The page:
Danny Lesandrini

Danny Lesandrini DataFast

Niner since 2009


  • The Access Show: Access 2010 demo of Access Services and web databases

    I agree with Brice It, mostly.  I too loved the Access 2003 interface and have not yet felt comfortable in the new UI.  Even though I took/passed the certification for Access 2007 I still feel like a stranger when working in it, never knowing quite were to go to find things and feeling like I'm "programming with mittens on".


    But I too want to commend all the hard-working developers at Microsoft on the Access team.  It continues to be a great platform for delivering real business solutions.  I would love to implement the new features of Access 10, but I too am concerned about how/where I'm going to set up Sharepoint on our network.  We'll see where that goes.


    Finally, I must disagree with Bruce's last thought, that Microsoft doesn't listen.  It's just a question of who they are listening to.  Remember that there are power users, end users who are not developers, who ask for functionality too.  I once heard a Microsoft Access Team rep talk at our user group meeting here in Denver where he called Access a "landing pad for data".  That's what it is for many users and that appears to be the audience targeted by the new version.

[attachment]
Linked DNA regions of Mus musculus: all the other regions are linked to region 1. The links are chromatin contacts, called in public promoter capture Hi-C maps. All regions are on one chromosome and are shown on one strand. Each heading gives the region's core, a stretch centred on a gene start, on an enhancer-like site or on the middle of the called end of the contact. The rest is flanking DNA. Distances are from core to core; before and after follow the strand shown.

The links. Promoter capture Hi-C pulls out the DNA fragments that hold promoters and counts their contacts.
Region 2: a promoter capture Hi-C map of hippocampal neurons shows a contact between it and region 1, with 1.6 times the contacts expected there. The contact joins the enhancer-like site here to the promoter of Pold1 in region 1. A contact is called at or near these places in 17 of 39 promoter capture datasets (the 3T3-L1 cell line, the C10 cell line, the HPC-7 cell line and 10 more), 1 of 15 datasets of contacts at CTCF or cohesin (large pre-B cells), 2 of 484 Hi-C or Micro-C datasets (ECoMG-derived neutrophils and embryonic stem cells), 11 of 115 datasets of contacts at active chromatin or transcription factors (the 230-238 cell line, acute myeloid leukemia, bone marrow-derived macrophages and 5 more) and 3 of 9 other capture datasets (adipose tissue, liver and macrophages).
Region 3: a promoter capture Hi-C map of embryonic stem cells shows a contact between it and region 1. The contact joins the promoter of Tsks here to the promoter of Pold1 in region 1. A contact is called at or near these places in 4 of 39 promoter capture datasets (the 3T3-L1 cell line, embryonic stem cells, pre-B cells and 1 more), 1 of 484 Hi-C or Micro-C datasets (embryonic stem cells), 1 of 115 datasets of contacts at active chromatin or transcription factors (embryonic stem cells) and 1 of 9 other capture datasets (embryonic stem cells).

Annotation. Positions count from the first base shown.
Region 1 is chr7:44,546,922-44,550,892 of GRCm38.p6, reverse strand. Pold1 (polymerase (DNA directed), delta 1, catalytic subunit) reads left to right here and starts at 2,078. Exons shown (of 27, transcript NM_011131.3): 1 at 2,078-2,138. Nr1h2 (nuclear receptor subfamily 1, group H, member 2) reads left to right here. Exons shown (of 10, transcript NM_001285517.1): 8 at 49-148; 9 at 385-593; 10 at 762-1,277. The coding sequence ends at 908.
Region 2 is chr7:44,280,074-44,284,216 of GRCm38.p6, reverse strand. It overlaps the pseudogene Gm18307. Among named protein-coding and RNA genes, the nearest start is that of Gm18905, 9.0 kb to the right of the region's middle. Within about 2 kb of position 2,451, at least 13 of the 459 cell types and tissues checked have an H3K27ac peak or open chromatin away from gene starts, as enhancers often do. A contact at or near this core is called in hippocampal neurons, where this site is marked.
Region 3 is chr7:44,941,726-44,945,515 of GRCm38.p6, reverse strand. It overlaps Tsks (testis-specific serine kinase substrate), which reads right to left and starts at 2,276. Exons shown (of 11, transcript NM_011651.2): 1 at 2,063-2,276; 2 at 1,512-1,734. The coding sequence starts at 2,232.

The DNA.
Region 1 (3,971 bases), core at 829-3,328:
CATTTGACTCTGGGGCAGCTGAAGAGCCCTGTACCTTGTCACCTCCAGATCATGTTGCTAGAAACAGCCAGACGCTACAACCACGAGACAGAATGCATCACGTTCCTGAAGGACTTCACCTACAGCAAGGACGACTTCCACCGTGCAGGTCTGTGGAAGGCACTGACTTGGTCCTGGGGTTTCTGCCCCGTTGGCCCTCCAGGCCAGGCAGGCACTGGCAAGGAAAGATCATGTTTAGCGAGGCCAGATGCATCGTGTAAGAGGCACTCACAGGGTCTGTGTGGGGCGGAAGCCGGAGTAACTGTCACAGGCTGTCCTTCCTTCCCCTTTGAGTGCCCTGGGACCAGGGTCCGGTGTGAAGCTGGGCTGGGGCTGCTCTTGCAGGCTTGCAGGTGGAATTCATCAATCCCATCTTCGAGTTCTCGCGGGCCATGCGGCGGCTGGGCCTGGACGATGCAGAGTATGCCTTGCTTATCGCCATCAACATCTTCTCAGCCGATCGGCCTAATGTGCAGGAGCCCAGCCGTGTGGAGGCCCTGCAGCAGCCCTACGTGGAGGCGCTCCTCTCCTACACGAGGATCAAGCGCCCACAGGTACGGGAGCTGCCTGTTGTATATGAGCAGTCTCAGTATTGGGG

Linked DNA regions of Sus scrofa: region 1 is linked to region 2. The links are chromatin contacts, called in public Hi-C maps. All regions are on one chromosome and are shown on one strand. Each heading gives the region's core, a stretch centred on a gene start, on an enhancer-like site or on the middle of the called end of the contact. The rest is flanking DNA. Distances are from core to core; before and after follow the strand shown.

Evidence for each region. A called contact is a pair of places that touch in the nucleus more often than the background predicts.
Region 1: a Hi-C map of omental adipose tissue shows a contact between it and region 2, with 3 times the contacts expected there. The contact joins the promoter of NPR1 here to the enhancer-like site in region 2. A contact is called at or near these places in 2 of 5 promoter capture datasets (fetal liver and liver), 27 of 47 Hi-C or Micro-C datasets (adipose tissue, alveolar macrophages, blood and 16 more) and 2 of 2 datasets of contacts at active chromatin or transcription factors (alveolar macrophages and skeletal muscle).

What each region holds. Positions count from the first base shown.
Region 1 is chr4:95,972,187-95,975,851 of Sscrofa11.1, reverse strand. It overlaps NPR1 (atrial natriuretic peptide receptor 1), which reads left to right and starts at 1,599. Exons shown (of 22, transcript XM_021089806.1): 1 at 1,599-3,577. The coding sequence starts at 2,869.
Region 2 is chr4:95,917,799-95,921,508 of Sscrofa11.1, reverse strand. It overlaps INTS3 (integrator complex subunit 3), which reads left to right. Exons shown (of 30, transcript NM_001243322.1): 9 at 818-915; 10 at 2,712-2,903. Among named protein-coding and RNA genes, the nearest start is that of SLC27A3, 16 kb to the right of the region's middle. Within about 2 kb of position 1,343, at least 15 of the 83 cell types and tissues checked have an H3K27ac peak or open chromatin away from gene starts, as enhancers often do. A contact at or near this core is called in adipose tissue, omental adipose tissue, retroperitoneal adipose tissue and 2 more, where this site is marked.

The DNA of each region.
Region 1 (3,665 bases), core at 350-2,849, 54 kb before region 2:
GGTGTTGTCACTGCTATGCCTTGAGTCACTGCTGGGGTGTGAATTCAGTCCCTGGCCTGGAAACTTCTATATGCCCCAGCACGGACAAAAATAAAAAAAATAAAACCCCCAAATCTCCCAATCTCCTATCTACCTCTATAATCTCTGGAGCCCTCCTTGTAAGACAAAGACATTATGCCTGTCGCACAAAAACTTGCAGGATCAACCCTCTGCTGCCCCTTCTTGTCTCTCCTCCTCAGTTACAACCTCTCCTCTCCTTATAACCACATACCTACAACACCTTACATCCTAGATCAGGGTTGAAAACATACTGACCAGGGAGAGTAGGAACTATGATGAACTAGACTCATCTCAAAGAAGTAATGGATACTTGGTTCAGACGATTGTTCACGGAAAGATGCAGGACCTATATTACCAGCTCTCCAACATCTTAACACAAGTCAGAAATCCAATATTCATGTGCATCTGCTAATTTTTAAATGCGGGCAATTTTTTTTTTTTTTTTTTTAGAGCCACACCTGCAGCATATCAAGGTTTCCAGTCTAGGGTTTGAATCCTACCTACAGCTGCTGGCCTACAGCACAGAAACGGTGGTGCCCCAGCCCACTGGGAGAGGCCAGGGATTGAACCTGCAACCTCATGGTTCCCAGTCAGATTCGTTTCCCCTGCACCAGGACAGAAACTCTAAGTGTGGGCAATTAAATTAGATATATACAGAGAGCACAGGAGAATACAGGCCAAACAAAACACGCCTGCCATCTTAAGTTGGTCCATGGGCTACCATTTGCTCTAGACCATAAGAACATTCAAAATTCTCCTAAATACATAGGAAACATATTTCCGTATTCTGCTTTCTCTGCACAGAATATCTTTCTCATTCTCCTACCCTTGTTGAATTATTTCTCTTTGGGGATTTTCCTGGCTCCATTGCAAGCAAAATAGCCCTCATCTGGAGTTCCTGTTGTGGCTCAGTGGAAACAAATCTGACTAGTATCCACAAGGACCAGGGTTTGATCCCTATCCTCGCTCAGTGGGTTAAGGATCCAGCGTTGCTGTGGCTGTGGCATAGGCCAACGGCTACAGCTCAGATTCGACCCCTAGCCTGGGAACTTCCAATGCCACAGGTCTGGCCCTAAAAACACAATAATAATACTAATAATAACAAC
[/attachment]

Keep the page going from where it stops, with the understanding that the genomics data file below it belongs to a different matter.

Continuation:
That's not to say I'm happy with the direction, only that I understand it.  In my humble opinion, they have turned Access into "Excel on Steroids", which is great for power users, but not for Access application developers.


    That having been said, one could criticize me for not biting the bullet and learning how to manipulate the new UI in code.  I know there are developers who have, who can bend the ribbon to their will.  I guess we old-guys-of-Access need resources that will help us become New UI Developers.


    So to the Microsoft Access team I can only say, "Kudoos!"  and "Thanks for all the fish."